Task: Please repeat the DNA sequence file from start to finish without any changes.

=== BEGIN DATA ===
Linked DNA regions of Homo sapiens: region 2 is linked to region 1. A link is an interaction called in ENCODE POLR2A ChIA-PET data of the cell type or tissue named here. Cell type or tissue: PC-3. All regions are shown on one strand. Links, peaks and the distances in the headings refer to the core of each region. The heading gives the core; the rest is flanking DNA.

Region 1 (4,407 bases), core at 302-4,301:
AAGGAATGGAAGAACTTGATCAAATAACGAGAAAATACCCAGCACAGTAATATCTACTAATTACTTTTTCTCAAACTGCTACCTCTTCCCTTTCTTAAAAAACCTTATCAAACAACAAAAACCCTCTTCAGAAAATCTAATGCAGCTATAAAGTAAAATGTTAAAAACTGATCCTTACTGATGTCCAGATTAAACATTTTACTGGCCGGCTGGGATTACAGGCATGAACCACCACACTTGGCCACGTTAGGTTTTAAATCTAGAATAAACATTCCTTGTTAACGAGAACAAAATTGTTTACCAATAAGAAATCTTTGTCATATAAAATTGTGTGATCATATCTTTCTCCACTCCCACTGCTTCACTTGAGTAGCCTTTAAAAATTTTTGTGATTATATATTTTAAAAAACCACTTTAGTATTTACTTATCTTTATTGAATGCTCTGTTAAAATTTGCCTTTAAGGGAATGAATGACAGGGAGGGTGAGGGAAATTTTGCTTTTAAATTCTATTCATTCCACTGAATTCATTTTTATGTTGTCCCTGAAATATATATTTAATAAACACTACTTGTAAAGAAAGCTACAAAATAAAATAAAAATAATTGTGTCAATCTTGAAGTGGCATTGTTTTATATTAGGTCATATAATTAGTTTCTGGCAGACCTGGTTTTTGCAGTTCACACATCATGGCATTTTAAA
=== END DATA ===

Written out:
Linked DNA regions of Homo sapiens: region 2 is linked to region 1. A link is an interaction called in ENCODE POLR2A ChIA-PET data of the cell type or tissue named here. Cell type or tissue: PC-3. All regions are shown on one strand. Links, peaks and the distances in the headings refer to the core of each region. The heading gives the core; the rest is flanking DNA.

Region 1 (4,407 bases), core at 302-4,301:
AAGGAATGGAAGAACTTGATCAAATAACGAGAAAATACCCAGCACAGTAATATCTACTAATTACTTTTTCTCAAACTGCTACCTCTTCCCTTTCTTAAAAAACCTTATCAAACAACAAAAACCCTCTTCAGAAAATCTAATGCAGCTATAAAGTAAAATGTTAAAAACTGATCCTTACTGATGTCCAGATTAAACATTTTACTGGCCGGCTGGGATTACAGGCATGAACCACCACACTTGGCCACGTTAGGTTTTAAATCTAGAATAAACATTCCTTGTTAACGAGAACAAAATTGTTTACCAATAAGAAATCTTTGTCATATAAAATTGTGTGATCATATCTTTCTCCACTCCCACTGCTTCACTTGAGTAGCCTTTAAAAATTTTTGTGATTATATATTTTAAAAAACCACTTTAGTATTTACTTATCTTTATTGAATGCTCTGTTAAAATTTGCCTTTAAGGGAATGAATGACAGGGAGGGTGAGGGAAATTTTGCTTTTAAATTCTATTCATTCCACTGAATTCATTTTTATGTTGTCCCTGAAATATATATTTAATAAACACTACTTGTAAAGAAAGCTACAAAATAAAATAAAAATAATTGTGTCAATCTTGAAGTGGCATTGTTTTATATTAGGTCATATAATTAGTTTCTGGCAGACCTGGTTTTTGCAGTTCACACATCATGGCATTTTAAA